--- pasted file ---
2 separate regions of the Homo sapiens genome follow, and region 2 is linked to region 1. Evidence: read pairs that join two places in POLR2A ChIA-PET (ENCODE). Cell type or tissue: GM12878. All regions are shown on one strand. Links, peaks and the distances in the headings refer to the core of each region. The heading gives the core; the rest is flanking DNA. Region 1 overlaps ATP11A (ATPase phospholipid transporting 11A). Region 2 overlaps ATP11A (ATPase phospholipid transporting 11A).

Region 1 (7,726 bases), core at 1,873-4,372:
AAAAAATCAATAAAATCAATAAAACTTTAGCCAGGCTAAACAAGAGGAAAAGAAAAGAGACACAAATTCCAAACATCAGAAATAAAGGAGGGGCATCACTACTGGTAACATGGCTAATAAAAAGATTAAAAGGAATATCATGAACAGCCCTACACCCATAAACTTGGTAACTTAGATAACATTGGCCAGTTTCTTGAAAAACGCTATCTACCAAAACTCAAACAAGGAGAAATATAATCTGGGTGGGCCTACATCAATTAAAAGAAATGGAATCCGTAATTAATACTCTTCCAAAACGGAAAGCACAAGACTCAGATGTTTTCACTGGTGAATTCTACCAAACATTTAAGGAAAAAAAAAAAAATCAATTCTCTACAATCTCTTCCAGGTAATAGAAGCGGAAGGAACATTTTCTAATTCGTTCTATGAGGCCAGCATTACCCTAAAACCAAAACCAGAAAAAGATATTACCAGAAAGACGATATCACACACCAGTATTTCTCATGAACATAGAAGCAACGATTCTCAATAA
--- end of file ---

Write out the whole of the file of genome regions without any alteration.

2 separate regions of the Homo sapiens genome follow, and region 2 is linked to region 1. Evidence: read pairs that join two places in POLR2A ChIA-PET (ENCODE). Cell type or tissue: GM12878. All regions are shown on one strand. Links, peaks and the distances in the headings refer to the core of each region. The heading gives the core; the rest is flanking DNA. Region 1 overlaps ATP11A (ATPase phospholipid transporting 11A). Region 2 overlaps ATP11A (ATPase phospholipid transporting 11A).

Region 1 (7,726 bases), core at 1,873-4,372:
AAAAAATCAATAAAATCAATAAAACTTTAGCCAGGCTAAACAAGAGGAAAAGAAAAGAGACACAAATTCCAAACATCAGAAATAAAGGAGGGGCATCACTACTGGTAACATGGCTAATAAAAAGATTAAAAGGAATATCATGAACAGCCCTACACCCATAAACTTGGTAACTTAGATAACATTGGCCAGTTTCTTGAAAAACGCTATCTACCAAAACTCAAACAAGGAGAAATATAATCTGGGTGGGCCTACATCAATTAAAAGAAATGGAATCCGTAATTAATACTCTTCCAAAACGGAAAGCACAAGACTCAGATGTTTTCACTGGTGAATTCTACCAAACATTTAAGGAAAAAAAAAAAAATCAATTCTCTACAATCTCTTCCAGGTAATAGAAGCGGAAGGAACATTTTCTAATTCGTTCTATGAGGCCAGCATTACCCTAAAACCAAAACCAGAAAAAGATATTACCAGAAAGACGATATCACACACCAGTATTTCTCATGAACATAGAAGCAACGATTCTCAATAA